Opened in 1972, this unpretentious diner has served breakfast and lunch — waffles, of course, as well as pancakes, omelettes, burgers, sandwiches, and the like — to generations of University of North Carolina students and staff as well as the Chapel Hill community at large. A message posted on the restaurant’s Facebook page on Dec. 1 read in part, “After much consideration, we have decided to close Ye Olde Waffle Shoppe,” adding that “from a public health perspective and due to the ongoing challenges of the pandemic, it is the right choice for us.”

North Carolina: Elmo’s Diner
> Location: Carrboro

In a lengthy Facebook message posted Sept. 18, Elmo’s — famous for almost 30 years for its all-day breakfasts — announced that it was permanently closed. “We cannot wrap our heads around how we can safely serve people and stay distant from our co-workers and our customers,” read the statement in part. “We cannot wrap our heads around how limited capacity can pay the bills or how take-out can be enough to outweigh the risks for both us and our customers.” The message adds, “while scrutinizing the whole of our situation, our moral and financial obligations we realized we have been waiting in denial for a miracle.”


Ohio: Lola Bistro
> Location: Cleveland

Cleveland’s best-known chef, Michael Symon, announced on Nov. 20 that he was shutting down his flagship downtown bistro permanently. The 23-year-old Lola closed at the start of the pandemic, then reopened for limited service on June 25. Several Lola employees tested positive for COVID-19 the week of Nov. 16, but Symon’s business partner, Doug Petkovic, told Cleveland.com that the closure wasn’t related to those cases. “We closed because the pandemic made the situation untenable at the level of business we were doing,” he said.

Ohio: Sokolowski’s University Inn
> Location: Cleveland

“They don’t get much more Cleveland than Sokolowski’s,” according to Cleveland Scene. Founded in 1923, the restaurant served Polish specialties to celebrities (including more than one U.S. president) and ordinary locals alike. Facing health issues, third-generation proprietors Bernie and Mike Sokolowski, who owned the place with their sister Mary Lou, had planned to close the place for good after their 100th anniversary two years hence. “Covid just sped up our decision unfortunately,” Mike told a reporter for Cleveland’s WOIO-TV.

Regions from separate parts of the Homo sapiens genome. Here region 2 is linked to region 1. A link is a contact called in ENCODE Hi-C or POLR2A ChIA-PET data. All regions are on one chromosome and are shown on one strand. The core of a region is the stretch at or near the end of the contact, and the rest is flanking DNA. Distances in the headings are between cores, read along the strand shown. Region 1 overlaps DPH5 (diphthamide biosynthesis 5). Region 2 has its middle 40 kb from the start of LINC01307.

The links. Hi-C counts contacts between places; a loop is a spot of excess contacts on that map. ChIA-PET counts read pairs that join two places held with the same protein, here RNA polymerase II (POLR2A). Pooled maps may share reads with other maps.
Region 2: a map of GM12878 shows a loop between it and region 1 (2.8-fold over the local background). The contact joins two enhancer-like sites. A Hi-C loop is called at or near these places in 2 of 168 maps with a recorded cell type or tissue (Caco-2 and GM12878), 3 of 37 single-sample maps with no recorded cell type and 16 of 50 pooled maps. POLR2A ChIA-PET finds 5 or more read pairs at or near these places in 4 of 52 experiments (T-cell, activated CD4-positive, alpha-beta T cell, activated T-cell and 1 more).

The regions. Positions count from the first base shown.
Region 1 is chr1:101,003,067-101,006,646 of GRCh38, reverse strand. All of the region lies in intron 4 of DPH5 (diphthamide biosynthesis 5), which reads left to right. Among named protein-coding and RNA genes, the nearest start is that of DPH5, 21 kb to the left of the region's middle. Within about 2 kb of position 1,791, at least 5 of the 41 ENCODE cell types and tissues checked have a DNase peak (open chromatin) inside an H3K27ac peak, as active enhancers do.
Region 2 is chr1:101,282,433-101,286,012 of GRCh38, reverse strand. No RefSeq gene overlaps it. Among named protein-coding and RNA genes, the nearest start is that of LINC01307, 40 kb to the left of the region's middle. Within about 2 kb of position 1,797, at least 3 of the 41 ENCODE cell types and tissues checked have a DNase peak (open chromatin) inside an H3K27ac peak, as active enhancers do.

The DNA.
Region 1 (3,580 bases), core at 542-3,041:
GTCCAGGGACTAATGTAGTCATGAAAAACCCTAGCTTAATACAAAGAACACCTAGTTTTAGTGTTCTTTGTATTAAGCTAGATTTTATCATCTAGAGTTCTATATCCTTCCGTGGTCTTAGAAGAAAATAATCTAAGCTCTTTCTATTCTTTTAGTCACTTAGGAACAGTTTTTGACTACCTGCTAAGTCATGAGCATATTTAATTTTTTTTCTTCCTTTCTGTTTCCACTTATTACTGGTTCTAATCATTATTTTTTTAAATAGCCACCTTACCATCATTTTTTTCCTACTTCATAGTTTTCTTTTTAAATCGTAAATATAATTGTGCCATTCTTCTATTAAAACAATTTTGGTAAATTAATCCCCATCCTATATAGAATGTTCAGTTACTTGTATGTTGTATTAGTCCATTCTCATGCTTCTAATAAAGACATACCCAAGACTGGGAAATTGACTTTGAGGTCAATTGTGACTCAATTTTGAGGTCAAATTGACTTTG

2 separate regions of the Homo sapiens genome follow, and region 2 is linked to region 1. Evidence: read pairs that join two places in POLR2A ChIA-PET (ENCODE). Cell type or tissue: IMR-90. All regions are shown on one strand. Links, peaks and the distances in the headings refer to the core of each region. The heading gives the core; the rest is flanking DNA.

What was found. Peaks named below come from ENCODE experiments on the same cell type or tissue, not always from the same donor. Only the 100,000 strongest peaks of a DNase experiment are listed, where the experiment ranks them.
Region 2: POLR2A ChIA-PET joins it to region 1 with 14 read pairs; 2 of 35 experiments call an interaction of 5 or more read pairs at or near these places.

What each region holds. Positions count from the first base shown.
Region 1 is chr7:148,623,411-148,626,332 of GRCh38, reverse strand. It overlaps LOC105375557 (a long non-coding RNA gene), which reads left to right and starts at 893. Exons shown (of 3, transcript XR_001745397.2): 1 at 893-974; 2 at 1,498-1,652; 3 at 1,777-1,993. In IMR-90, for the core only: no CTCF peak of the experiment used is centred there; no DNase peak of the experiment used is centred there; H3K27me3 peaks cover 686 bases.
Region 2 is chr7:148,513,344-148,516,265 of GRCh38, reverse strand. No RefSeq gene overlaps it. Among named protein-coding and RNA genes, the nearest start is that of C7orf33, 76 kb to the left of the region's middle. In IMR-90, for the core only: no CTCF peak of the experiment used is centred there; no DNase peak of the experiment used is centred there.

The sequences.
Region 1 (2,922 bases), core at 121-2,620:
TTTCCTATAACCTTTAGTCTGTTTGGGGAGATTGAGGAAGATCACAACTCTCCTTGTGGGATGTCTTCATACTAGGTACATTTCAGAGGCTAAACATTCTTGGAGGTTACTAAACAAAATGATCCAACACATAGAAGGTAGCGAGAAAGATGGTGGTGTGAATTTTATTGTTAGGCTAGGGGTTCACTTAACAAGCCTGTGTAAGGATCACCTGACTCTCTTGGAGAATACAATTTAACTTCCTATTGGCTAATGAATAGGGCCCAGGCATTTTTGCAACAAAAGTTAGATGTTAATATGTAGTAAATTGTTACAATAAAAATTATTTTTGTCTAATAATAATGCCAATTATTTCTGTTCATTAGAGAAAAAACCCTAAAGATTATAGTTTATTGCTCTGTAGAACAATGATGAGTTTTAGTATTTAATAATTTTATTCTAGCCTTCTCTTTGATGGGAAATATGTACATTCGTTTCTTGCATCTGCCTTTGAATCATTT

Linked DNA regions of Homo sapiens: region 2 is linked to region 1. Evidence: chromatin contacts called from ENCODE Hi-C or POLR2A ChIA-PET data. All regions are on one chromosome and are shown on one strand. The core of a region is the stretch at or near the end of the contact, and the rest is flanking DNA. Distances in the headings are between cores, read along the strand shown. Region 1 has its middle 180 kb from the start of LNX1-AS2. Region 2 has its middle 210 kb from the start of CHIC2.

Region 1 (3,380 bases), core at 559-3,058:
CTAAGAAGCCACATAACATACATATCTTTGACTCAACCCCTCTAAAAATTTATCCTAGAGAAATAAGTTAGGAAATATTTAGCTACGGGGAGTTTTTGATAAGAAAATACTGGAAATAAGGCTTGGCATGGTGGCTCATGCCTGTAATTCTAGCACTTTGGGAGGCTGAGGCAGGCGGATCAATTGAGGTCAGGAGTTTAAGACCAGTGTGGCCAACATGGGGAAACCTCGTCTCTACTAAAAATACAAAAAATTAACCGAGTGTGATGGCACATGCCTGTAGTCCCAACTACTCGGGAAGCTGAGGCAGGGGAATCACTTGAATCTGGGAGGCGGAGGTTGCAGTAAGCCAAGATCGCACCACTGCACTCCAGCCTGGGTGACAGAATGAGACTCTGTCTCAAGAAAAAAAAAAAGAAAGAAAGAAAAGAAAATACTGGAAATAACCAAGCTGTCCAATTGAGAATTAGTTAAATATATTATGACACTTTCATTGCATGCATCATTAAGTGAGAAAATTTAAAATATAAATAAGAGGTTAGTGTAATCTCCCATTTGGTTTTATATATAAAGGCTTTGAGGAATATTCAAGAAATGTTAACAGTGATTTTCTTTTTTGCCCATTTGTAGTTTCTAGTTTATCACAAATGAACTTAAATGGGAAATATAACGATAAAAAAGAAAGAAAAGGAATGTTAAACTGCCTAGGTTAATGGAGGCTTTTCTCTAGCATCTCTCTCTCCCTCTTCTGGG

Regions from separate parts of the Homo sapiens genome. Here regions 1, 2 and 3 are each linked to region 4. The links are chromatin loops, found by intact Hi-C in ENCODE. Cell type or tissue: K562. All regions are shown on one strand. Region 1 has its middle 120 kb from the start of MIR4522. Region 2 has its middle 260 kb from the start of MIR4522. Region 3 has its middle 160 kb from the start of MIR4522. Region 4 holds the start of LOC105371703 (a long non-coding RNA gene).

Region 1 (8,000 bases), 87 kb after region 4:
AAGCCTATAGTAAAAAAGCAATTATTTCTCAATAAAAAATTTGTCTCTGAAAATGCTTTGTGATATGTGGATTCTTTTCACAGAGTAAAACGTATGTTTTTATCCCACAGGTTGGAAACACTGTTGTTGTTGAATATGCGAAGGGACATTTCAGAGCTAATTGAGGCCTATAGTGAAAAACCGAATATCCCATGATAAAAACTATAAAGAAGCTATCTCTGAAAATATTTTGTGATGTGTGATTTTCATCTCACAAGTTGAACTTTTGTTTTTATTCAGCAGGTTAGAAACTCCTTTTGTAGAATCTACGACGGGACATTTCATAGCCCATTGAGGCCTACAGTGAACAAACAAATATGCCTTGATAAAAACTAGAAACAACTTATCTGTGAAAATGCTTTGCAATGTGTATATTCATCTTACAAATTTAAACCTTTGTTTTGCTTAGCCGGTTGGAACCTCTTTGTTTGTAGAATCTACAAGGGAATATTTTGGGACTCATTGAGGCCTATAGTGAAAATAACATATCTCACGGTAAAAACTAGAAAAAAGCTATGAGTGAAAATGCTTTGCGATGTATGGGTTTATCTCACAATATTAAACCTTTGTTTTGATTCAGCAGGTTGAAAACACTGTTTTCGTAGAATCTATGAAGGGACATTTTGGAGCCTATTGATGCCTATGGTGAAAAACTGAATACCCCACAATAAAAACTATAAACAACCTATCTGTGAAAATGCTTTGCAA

Oregon: Beast
> Location: Portland

“One of the early stars in Portland’s culinary renaissance,” as Eater put it, 13-year-old Beast is history. Owner Naomi Pomeroy explained to The Oregonian’s Oregon Live website that her tiny restaurant — which occupied only about 800 square feet, including kitchen, prep area, and bathroom — could serve only about two dozen customers at two communal tables, even in pre-COVID times. Now, she said, she’d have room for only eight customers to observe social distancing protocols. Pomeroy told Eater that she might reopen Beast in a larger space once the pandemic has passed, and in the meantime plans to install a neighborhood market, called Ripe Collective, in its former premises.


Oregon: Pok Pok restaurants
> Location: Portland

James Beard Award-winning chef-restaurateur Andy Ricker, whose Pok Pok restaurant group specializes in northern Thai and Vietnamese cooking, announced on Instagram in mid-June that he was closing four of his six Portland locations. It was originally reported that the shuttered restaurants would include Pok Pok NW, Whiskey Soda Lounge, and two outposts of Pok Pok Wing. The original Pok Pok would reopen, it was said, and a third Pok Pok Wing might also come back to life. Currently, however, the Pok Pok website states that “All Pok Pok restaurant locations are closed for on site service,” adding that meal kits and some prepared food is available for pickup at the company’s commissary kitchen.

South Carolina: Blossom
> Location: Charleston

When this restaurant featuring seafood and Lowcountry fare opened in 1993, The Post and Courier dubbed it “the hottest spot in town.” In reporting the establishment’s demise in early December, the publication noted that it “helped build the first wave of Charleston’s current culinary renaissance.” Unfortunately, COVID-19 proved too much for the place, which posted a message on its Instagram page on Dec. 7 saying: “Sadly, last night was our final dinner service after 27 years.”


Texas: Oak Hill Pizza Garden
> Location: Austin

On Jan. 8, this crowd-pleasing pizzeria and sandwich shop — which described itself as “Austin’s Carb Capital, since 1994” — posted a message on its Facebook page announcing that it would close, “with great sadness,” effective Jan. 17. The landmark restaurant opened 27 years ago in a distinctive stone building dating back to 1898. A last-minute rush of business prompted the restaurant to add that it was doing its best “to keep up with the demand the closure has created but we’re a much smaller crew than before covid.”